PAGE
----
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The keys used in an One Time Pad are required to be randomly generated from a keyspace $\mathcal{K}$, we require 256 bit random keys, i.e. $\mathcal{K}=\{0,1\}^{256}.$ Suppose we randomly select an integer $i \in I$ and compute its 256 bit message digest ($d$) through the $\operatorname{SHA-256}$ hash function. Now, can the digest $d$ be considered as a randomly generated key for the OTP scheme?

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    $\begingroup$ This way you're running SHA-256 in CTR-Mode, which is inefficient (because SHA-256 is slow compared to AES) but is secure. And BTW: This isn't called "OTP", but "stream cipher" because your key isn't perfectly random. $\endgroup$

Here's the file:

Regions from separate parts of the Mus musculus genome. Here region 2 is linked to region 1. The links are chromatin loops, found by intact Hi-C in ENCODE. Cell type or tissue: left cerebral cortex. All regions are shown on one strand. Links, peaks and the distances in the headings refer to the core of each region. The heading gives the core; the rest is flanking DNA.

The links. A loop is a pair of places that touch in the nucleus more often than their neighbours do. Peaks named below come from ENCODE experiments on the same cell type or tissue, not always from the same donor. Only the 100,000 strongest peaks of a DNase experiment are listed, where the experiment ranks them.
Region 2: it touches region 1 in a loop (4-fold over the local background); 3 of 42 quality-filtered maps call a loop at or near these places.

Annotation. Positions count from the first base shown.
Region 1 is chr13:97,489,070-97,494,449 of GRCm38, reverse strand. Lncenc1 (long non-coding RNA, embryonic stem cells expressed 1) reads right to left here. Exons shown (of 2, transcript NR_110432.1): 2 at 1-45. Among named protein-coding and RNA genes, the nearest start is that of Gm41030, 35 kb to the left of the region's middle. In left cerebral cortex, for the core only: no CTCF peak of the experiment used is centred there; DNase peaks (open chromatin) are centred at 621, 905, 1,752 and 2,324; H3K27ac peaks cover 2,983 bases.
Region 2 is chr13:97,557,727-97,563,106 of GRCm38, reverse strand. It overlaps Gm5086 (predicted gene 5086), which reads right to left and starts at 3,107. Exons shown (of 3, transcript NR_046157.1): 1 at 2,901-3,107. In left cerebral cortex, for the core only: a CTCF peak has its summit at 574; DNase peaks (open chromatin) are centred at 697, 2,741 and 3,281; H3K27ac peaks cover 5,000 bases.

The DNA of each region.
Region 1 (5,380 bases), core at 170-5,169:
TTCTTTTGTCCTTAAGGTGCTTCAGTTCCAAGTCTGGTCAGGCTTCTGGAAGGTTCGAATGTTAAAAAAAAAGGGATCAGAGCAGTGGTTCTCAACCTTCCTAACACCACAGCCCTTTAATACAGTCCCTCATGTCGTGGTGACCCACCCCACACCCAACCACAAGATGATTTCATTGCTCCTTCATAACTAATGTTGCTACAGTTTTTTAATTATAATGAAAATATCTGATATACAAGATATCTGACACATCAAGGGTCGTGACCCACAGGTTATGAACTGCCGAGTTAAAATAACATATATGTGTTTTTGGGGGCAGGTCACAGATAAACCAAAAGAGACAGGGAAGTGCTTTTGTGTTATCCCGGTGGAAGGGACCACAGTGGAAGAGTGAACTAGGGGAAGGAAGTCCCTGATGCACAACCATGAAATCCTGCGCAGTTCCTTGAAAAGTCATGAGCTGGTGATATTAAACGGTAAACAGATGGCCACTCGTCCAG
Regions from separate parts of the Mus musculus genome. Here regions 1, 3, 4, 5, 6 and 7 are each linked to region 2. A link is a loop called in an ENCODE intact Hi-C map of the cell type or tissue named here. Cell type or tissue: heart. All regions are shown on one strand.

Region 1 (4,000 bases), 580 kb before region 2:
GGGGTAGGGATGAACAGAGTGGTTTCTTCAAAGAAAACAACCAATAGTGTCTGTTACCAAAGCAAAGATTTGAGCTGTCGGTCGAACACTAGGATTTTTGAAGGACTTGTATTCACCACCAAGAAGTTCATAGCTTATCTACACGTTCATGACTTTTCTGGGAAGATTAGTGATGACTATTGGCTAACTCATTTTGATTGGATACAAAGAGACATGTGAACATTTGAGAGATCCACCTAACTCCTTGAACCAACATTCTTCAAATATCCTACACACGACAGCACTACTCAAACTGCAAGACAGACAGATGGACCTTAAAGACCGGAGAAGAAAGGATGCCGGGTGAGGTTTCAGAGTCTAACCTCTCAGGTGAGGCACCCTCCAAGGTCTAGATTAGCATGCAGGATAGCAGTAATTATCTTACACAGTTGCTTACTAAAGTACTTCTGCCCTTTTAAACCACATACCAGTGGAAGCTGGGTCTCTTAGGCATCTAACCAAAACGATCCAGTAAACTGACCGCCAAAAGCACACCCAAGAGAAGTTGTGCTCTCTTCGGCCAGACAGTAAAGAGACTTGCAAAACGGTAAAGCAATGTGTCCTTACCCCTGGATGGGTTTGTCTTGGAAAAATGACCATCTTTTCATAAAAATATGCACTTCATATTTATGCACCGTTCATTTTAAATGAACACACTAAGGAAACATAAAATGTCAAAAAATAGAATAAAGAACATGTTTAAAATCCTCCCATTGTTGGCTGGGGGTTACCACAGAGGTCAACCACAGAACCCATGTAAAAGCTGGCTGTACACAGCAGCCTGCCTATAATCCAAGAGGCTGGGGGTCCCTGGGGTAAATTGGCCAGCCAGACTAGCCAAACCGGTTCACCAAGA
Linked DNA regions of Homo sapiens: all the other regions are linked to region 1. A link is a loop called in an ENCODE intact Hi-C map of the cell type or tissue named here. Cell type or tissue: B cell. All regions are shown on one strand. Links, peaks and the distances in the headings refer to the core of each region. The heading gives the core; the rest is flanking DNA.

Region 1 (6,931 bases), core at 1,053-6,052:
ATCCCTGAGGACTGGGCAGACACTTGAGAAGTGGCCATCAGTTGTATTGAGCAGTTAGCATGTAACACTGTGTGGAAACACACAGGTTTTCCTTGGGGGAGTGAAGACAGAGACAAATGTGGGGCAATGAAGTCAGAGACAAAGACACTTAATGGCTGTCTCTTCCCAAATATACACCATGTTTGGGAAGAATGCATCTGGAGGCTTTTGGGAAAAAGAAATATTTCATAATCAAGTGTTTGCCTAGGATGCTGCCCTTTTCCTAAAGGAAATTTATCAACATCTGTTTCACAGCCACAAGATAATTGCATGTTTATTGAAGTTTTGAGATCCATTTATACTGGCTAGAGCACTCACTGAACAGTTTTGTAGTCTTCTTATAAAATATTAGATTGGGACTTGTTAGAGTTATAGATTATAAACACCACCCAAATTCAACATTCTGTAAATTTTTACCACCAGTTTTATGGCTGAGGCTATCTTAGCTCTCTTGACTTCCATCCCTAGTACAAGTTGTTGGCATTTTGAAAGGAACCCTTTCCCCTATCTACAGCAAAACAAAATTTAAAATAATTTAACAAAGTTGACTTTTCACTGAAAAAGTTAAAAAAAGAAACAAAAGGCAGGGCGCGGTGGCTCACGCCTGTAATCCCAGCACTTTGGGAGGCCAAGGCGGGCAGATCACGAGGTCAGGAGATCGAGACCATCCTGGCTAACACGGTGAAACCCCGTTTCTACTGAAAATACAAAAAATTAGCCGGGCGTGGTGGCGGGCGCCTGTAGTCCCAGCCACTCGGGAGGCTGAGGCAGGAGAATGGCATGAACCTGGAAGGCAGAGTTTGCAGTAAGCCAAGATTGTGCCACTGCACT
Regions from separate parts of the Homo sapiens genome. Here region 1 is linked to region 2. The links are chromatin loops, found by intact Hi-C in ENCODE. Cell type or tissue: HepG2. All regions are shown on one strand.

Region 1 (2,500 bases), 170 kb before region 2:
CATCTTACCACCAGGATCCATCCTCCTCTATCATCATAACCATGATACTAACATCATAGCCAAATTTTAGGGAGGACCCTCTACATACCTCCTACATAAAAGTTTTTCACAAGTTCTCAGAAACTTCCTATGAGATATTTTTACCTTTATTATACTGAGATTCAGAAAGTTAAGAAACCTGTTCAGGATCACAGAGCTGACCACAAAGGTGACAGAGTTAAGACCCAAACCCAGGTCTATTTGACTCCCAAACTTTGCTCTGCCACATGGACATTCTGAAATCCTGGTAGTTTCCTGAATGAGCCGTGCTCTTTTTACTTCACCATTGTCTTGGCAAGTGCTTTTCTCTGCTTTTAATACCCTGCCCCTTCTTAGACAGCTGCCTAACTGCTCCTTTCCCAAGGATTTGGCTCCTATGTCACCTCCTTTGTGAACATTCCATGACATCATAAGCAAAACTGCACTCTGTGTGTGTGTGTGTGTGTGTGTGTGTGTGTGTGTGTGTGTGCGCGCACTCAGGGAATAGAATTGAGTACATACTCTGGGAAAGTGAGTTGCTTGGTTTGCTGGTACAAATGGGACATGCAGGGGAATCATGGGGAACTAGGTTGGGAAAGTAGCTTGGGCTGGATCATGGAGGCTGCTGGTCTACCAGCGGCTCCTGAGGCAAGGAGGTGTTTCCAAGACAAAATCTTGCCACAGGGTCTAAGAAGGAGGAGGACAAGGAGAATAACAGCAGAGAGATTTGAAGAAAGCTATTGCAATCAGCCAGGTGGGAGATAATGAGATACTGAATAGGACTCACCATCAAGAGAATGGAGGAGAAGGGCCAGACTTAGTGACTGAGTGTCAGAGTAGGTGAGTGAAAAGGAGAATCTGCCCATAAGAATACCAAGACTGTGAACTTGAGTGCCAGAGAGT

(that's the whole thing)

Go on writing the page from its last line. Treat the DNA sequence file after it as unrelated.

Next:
– SEJPM
    May 14 '16 at 14:08
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Your first sentence is entirely wrong. A OTP is a theoretical construct that requires a fully random key (at least) the size of the plaintext. Limiting the amount of random bits to 256 will by definition not be an OTP - at least not for constructions that accept a plaintext larger than 256 bits.

The same idea is that if you use a key called $i$ which is smaller than 256 for an OTP of 256 bit. The best you can hope for is to create a stream cipher, e.g. using CTR mode as SEJPM suggests. Stream ciphers are however not perfectly secure; the key may be brute forced and the plaintext exposed.

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